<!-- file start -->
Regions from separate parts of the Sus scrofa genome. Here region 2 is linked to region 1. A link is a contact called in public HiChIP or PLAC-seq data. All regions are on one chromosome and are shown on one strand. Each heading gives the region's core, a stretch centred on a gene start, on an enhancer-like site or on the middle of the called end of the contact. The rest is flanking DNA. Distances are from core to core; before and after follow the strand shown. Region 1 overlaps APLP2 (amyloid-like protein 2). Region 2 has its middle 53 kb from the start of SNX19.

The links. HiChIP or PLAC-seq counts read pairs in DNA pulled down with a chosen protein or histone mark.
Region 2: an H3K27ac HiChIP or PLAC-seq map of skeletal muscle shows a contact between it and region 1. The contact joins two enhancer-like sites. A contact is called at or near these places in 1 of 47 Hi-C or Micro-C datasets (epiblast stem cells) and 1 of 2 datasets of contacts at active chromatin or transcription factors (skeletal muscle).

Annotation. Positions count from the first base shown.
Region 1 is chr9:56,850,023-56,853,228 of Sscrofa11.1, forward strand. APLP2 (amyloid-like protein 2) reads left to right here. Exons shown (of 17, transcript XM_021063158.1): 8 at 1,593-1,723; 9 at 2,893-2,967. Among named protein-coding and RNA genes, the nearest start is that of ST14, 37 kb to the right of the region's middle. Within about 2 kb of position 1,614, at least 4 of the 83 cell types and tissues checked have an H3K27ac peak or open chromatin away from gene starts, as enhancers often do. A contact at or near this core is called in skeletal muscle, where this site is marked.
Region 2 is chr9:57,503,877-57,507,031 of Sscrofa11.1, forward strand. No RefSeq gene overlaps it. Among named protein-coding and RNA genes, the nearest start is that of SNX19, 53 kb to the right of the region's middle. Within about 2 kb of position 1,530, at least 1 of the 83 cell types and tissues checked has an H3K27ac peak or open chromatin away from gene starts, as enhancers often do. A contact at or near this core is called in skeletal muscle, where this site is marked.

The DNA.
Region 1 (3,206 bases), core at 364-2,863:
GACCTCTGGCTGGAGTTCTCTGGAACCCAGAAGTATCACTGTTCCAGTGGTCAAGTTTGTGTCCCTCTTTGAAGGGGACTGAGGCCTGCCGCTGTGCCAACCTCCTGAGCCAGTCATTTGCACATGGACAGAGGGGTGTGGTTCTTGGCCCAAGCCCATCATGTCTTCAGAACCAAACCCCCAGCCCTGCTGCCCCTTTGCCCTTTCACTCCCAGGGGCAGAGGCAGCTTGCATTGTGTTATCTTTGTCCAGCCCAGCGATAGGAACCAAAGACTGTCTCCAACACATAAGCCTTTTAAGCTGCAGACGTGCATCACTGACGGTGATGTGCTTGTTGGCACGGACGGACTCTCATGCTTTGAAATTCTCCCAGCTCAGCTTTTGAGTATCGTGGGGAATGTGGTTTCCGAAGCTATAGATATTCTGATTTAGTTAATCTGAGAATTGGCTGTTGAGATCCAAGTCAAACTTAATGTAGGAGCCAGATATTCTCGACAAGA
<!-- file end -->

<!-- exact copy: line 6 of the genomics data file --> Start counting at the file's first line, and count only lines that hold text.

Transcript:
Region 2 is chr9:57,503,877-57,507,031 of Sscrofa11.1, forward strand. No RefSeq gene overlaps it. Among named protein-coding and RNA genes, the nearest start is that of SNX19, 53 kb to the right of the region's middle. Within about 2 kb of position 1,530, at least 1 of the 83 cell types and tissues checked has an H3K27ac peak or open chromatin away from gene starts, as enhancers often do. A contact at or near this core is called in skeletal muscle, where this site is marked.